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2017-09-06 17:22
By Michael Bergmann



Candles are for dreamers. And "peace" is achieved by weapons, strategies and guarantees of mutual destruction. But not so in Korea.

What mighty anti-weapons candles can be not only surprised the powerful, the corrupt and the cynical, but I think, the protesters themselves who eventually toppled a government and brought democracy, transparency and fairness back to Korea. But I feel, and I have heard more hopeful voices recently, that what we have seen was only Candle-Light Revolution Part One.

As democracy and peace belong together and as peace is more than just another day without war, you and I might need to light candles once more, metaphorically or literally, but with all the power of such anti-weapons. I want to quote columnist Choi Sung-jin`s inspiring words: "President Moon has 50 million South Koreans behind him who lit candles for months for democratic reform. South Korea and its leader must be able to induce the same passion ... toward lasting peace."

Moon has given his personal guarantee against the feared tragic irony that he could go down in history as the president who allowed war to come back to his country. But as Choi and some other thoughtful commentators have pointed out, Moon might spend too much of his diplomatic energy trying to engage the group currently in power in the United States. There is no doubt that Seoul has to lead the international efforts to reasonably deal with the North Korean regime. But maybe South Koreans have to lead their leader on this vital issue.

Imagine “Revolution for Democracy and Peace Part Two”, candles for peace in Gwanghwamun, every Saturday until the goal is achieved: trust in peaceful coexistence assured by the overwhelming will of the people.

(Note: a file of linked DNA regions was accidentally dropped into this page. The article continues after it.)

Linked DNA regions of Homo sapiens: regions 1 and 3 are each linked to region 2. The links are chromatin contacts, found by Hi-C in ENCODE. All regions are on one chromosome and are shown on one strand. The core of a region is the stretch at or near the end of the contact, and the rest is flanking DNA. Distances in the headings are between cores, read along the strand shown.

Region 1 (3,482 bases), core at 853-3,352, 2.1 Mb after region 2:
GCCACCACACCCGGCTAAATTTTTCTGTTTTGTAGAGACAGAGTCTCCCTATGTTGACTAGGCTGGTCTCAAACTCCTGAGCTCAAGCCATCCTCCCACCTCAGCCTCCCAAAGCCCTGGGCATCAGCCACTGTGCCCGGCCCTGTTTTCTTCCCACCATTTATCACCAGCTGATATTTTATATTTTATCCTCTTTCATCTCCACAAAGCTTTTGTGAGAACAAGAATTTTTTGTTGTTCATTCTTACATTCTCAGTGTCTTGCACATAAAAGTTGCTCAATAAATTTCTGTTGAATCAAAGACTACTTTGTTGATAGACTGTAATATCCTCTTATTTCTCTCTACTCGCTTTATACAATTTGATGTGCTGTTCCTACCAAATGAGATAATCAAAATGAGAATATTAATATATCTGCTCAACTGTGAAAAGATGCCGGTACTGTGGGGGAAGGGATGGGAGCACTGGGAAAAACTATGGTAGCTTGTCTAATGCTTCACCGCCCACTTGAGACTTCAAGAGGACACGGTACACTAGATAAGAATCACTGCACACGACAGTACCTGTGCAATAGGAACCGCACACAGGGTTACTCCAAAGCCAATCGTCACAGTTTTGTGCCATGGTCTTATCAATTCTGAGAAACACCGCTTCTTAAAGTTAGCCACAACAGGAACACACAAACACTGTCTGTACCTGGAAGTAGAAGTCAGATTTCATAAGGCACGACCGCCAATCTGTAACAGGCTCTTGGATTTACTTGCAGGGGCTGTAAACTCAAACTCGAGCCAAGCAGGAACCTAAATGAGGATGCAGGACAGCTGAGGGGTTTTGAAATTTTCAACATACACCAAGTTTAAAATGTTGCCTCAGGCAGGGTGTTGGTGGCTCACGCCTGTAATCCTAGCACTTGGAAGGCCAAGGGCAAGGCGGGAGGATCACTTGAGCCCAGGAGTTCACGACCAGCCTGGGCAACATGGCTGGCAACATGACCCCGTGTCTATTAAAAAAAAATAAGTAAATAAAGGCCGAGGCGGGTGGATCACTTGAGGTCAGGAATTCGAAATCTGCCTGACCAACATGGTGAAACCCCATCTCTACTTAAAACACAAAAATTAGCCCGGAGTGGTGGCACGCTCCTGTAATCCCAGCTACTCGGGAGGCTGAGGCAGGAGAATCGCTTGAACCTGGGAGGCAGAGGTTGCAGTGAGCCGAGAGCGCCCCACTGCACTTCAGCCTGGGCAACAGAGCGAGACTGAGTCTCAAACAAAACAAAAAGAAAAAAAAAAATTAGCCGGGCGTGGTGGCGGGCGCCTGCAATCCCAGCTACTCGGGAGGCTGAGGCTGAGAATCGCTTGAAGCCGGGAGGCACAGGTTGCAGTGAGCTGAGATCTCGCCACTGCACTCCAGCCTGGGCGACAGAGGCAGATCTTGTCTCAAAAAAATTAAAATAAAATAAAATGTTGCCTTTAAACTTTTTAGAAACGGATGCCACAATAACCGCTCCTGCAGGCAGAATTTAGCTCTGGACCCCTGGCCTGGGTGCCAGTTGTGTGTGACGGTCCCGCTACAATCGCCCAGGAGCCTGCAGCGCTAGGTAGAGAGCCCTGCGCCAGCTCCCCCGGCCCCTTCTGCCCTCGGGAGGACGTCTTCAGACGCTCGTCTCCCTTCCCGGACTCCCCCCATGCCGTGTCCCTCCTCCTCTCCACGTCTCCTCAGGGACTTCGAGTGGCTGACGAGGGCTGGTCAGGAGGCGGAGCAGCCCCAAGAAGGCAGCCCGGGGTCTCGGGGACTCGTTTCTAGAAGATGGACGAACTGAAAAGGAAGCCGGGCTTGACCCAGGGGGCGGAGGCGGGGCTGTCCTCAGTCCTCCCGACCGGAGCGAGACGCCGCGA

But wait! I hear the cynical anti-pacifist voices. Peace with the enemies of democracy? Weakening our own defenses, our will to prevail? Yet I`m not talking about any extremist movement but something as moderate, considerate and balanced as the popular movement that started here last autumn. No anti-Americanism or such extreme ideas as uttered by advisers of the American president such as, "US-troops out for a freeze of the North`s nuke program" or the like. No, it`s about recognizing the survival interests of the maybe uglier but clearly weaker and therefore, as analysts put it, "realistically threatened" side.

The people could lead their leader and declare with authority: We want peace and we condemn anything not truly defensive in its purpose. We do not want to destabilize the opponent or provoke insecurity. Analysts like Stephen Costello have shown the potential for an international breakthrough in such an atmosphere. But the will to move forward now must come from "us".

Unification under a democratic constitution will come one day, as unpredicted as it came in my country of birth. And it will come the more likely the more peacefully we coexist "in the meantime".



The writer is a teacher in Seoul. Write to bergmann2473@yahoo.de.

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